video as one of your data collection methods.
- Deliverables, in portfolio:
- Describe the protocol for your evaluation, including your dependent
measures and your
representative users (not their names, but convince the reader
that these users might actually use your system if it existed)
- The results of the evaluation:
- Analysis of the data collected
- Document the limitations of the evaluation
- Summarize the main findings of the evaluation
- Final design rationale and discussion (two - three pages) of the state
of your design. Discuss the quality of your system design. What parts of the
design work well and what still needs improvement? Do you really believe
that the system would work well for your identified users and tasks?
- Appendices should include all study materials and raw data (e.g.,
questionnaires, interview transcriptions, and consent forms)
- Create a video description of your project. The video should highlight
the design and evaluation of your prototype, and be approximately 3 to 5
- Submit a CD or DVD of the video. Your professor will keep this as part
of the course archives.
- Your group will demonstrate the working parts of your system to your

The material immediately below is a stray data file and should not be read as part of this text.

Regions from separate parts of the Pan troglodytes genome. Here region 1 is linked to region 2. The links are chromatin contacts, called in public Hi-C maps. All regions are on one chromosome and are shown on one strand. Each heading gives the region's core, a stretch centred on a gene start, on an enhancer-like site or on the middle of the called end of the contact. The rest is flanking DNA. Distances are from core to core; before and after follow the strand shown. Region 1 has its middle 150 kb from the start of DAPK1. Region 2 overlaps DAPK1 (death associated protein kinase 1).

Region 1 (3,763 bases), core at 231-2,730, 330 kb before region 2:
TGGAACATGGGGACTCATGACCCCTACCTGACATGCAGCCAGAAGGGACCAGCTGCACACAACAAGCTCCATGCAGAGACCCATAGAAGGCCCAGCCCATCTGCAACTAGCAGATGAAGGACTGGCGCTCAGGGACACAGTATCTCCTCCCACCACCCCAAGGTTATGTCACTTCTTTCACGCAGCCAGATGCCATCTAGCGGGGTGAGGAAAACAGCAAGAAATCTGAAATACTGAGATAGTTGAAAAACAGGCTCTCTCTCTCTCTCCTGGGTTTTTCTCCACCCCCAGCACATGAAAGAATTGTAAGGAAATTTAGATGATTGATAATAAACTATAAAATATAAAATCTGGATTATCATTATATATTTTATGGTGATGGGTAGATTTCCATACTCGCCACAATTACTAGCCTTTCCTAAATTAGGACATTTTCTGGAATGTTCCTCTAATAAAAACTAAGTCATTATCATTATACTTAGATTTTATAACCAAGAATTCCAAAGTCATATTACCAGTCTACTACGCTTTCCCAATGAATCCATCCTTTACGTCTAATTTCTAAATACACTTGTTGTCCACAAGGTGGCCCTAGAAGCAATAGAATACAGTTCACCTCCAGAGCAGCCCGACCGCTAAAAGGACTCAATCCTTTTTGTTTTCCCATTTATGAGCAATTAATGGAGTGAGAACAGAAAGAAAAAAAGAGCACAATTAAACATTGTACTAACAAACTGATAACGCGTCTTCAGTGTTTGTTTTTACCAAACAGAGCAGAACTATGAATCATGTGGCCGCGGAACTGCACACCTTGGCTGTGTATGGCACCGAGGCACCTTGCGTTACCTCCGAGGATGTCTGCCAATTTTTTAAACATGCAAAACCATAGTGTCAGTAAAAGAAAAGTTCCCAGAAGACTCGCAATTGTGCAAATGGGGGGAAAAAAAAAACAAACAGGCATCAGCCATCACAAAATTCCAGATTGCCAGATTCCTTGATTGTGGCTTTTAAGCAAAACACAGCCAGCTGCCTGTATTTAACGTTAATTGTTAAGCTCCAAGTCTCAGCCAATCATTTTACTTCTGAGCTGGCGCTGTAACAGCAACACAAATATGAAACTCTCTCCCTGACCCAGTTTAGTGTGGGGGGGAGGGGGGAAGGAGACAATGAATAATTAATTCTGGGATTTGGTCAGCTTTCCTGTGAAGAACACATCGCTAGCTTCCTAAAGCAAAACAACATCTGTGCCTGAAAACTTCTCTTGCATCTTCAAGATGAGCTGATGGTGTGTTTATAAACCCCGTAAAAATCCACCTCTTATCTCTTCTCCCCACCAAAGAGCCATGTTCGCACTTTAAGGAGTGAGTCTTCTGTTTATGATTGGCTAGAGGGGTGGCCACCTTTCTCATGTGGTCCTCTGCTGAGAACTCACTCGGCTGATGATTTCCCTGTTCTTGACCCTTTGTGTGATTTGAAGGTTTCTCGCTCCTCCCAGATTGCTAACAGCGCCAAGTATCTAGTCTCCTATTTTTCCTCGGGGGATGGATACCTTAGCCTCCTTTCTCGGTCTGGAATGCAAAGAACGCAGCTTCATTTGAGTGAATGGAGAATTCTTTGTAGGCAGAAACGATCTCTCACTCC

professor. Appointments will be made in designated non-class times towards the end of the term
(i.e., before the final report is due).
- Your group will give an in-class presentation that documents the iterative
design, development, and evaluation of your system.
- You must include the video description of your project as part of your
- You will have 20 minutes for your presentation and there will be 10
minutes for questions.
- It is not necessary to have your whole group do the presentation jointly;
in fact, having more than two people present at the same time is often
problematic. Decide in advance what will make the most effective
presentation. Often, the best approach is to have the two strongest speakers
deliver the presentation. Of course, all the team members should be at the
presentation and available to answer questions.
A note on the Portfolio. The portfolio is intended to
document the progression of your design, beginning with this Phase I, and
continuing through the Phases II and III. Your portfolio must be neat,
well-organized, and visually appealing. Portfolios should be constructed out of
a 1" or smaller 3-ring binder (I will not appreciate having to
carry around larger binders :). Your portfolio should also use titled section
separators (the index kind) to separate the major sections. The cover of the
portfolio should include the names of the group members, the group number, and
the title of the project. The first page should be a table of contents, which
will grow over time. You will add to this portfolio as you complete each phase
of the project. You may include pointers to online information if pertinent.
You should include your graded previous work (proposal, Sections 1, 2 & 3) in your portfolio as well, so
the reader understand the progression of your entire project.
Note that suggestions given in the grading of your previous work,
where relevant, should be incorporated into your current work.
A note on the grading. Grading will be based upon the
sophistication and maturity of the work, the elegance of the designs, the logic
of the written and oral presentations, and the completeness of the work.